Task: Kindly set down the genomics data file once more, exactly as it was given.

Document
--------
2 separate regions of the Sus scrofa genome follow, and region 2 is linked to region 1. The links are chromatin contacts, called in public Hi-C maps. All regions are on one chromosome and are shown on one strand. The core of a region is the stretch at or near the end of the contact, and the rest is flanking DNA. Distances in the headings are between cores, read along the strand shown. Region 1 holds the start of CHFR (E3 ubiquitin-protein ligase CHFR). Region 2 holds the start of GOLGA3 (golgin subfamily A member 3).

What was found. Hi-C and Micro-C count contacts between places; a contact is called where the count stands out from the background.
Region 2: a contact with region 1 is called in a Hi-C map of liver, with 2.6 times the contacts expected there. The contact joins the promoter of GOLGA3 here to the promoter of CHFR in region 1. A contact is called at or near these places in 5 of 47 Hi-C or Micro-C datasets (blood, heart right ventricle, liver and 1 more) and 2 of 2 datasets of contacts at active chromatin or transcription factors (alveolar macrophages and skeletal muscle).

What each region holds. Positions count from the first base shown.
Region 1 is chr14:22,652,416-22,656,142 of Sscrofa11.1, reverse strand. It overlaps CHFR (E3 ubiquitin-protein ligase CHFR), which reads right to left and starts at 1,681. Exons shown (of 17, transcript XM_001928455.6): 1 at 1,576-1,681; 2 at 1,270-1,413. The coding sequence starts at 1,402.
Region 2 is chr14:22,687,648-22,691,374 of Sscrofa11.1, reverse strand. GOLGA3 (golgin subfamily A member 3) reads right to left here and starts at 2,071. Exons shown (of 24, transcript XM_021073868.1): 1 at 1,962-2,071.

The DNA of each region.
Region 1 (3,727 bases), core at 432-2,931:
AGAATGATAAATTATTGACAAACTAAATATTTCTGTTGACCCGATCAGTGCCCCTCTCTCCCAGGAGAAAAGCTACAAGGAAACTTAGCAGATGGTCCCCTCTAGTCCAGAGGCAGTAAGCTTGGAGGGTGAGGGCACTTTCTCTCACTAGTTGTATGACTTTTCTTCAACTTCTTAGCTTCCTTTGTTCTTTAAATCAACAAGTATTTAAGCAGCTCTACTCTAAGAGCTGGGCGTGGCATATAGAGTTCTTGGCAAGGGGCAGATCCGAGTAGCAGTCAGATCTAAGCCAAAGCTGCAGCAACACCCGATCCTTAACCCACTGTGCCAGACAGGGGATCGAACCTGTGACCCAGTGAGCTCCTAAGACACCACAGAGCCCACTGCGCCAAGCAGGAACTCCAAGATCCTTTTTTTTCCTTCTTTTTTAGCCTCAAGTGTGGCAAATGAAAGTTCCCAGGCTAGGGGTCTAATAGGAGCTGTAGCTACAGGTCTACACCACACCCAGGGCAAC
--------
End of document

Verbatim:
2 separate regions of the Sus scrofa genome follow, and region 2 is linked to region 1. The links are chromatin contacts, called in public Hi-C maps. All regions are on one chromosome and are shown on one strand. The core of a region is the stretch at or near the end of the contact, and the rest is flanking DNA. Distances in the headings are between cores, read along the strand shown. Region 1 holds the start of CHFR (E3 ubiquitin-protein ligase CHFR). Region 2 holds the start of GOLGA3 (golgin subfamily A member 3).

What was found. Hi-C and Micro-C count contacts between places; a contact is called where the count stands out from the background.
Region 2: a contact with region 1 is called in a Hi-C map of liver, with 2.6 times the contacts expected there. The contact joins the promoter of GOLGA3 here to the promoter of CHFR in region 1. A contact is called at or near these places in 5 of 47 Hi-C or Micro-C datasets (blood, heart right ventricle, liver and 1 more) and 2 of 2 datasets of contacts at active chromatin or transcription factors (alveolar macrophages and skeletal muscle).

What each region holds. Positions count from the first base shown.
Region 1 is chr14:22,652,416-22,656,142 of Sscrofa11.1, reverse strand. It overlaps CHFR (E3 ubiquitin-protein ligase CHFR), which reads right to left and starts at 1,681. Exons shown (of 17, transcript XM_001928455.6): 1 at 1,576-1,681; 2 at 1,270-1,413. The coding sequence starts at 1,402.
Region 2 is chr14:22,687,648-22,691,374 of Sscrofa11.1, reverse strand. GOLGA3 (golgin subfamily A member 3) reads right to left here and starts at 2,071. Exons shown (of 24, transcript XM_021073868.1): 1 at 1,962-2,071.

The DNA of each region.
Region 1 (3,727 bases), core at 432-2,931:
AGAATGATAAATTATTGACAAACTAAATATTTCTGTTGACCCGATCAGTGCCCCTCTCTCCCAGGAGAAAAGCTACAAGGAAACTTAGCAGATGGTCCCCTCTAGTCCAGAGGCAGTAAGCTTGGAGGGTGAGGGCACTTTCTCTCACTAGTTGTATGACTTTTCTTCAACTTCTTAGCTTCCTTTGTTCTTTAAATCAACAAGTATTTAAGCAGCTCTACTCTAAGAGCTGGGCGTGGCATATAGAGTTCTTGGCAAGGGGCAGATCCGAGTAGCAGTCAGATCTAAGCCAAAGCTGCAGCAACACCCGATCCTTAACCCACTGTGCCAGACAGGGGATCGAACCTGTGACCCAGTGAGCTCCTAAGACACCACAGAGCCCACTGCGCCAAGCAGGAACTCCAAGATCCTTTTTTTTCCTTCTTTTTTAGCCTCAAGTGTGGCAAATGAAAGTTCCCAGGCTAGGGGTCTAATAGGAGCTGTAGCTACAGGTCTACACCACACCCAGGGCAAC